After his arrest on the drug charge, his lawyer entered negotiations with prosecutors for a plea agreement. The lawyer advised Mr. Padilla that he didn’t have to worry about his immigration status since he’d been in the US for so long.
The lawyer was wrong. Under US immigration law a drug conviction triggers mandatory deportation. At sentencing, Padilla was ordered deported.
Padilla appealed, seeking to throw out his guilty plea. He argued that his lawyer’s failure to advise him of the deportation consequences of his guilty plea amounted to ineffective assistance of counsel.
The Supreme Court of Kentucky denied his appeal. The Kentucky high court said the Sixth Amendment required effective advice about the criminal charges against Padilla, not the potential immigration consequences of a plea agreement or conviction.
In reversing the Kentucky court, the majority justices said changes in US immigration law have dramatically raised the stakes of a noncitizen’s criminal conviction. Deportation can sometimes be the most important part of the penalty faced by noncitizens who plead guilty.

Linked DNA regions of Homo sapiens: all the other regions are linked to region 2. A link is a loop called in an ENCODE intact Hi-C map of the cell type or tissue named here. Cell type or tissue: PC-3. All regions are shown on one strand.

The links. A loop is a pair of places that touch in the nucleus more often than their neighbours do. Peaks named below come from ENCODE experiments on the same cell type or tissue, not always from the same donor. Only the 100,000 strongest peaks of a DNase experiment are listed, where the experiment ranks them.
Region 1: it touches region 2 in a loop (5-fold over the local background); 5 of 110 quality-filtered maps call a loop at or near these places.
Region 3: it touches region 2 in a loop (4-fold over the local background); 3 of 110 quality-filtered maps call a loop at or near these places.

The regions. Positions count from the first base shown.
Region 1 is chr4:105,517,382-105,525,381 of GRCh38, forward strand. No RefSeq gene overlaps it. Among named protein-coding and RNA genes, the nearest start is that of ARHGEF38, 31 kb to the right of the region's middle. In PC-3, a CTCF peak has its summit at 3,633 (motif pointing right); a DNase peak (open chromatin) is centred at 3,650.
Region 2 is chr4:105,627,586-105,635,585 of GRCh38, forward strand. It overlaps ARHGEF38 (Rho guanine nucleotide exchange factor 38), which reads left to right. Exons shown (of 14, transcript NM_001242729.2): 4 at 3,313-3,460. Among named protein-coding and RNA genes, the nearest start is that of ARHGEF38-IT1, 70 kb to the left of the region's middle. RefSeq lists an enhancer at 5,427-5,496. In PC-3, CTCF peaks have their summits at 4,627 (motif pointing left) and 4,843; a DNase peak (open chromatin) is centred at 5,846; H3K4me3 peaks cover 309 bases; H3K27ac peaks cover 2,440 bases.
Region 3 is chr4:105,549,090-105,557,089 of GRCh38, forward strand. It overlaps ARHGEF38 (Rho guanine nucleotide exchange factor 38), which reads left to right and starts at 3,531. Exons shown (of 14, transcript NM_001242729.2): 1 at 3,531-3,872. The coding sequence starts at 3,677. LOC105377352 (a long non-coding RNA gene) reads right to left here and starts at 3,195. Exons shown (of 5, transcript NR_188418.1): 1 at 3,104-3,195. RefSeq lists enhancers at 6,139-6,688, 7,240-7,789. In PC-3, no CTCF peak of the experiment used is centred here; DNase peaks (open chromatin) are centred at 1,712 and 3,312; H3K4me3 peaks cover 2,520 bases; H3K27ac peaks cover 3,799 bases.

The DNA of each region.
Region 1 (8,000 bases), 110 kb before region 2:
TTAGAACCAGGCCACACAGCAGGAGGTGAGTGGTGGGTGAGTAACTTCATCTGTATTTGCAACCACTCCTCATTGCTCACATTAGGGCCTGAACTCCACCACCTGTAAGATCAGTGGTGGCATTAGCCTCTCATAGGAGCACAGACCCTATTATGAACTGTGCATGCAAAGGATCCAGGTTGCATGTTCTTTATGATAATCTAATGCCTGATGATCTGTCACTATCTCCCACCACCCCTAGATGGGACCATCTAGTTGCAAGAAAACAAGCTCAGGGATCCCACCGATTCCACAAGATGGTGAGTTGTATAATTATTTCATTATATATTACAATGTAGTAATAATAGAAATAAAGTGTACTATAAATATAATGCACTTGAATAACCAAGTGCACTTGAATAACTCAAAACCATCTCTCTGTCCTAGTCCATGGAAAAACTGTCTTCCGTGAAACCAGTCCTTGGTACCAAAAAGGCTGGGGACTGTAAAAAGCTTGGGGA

“The importance of accurate legal advice for noncitizens accused of crimes has never been more important,” Stevens wrote.
“There will… undoubtedly be situations in which the deportation consequences of a particular plea are unclear or uncertain,” Stevens wrote. “The duty of the private practitioner in such cases is more limited. When the law is not succinct and straightforward…, a criminal defense attorney need do no more than advise a noncitizen client that pending criminal charges may carry a risk of adverse immigration consequences.”
He added, “But when the deportation consequence is truly clear, as it was in this case, the duty to give correct advice is equally clear.”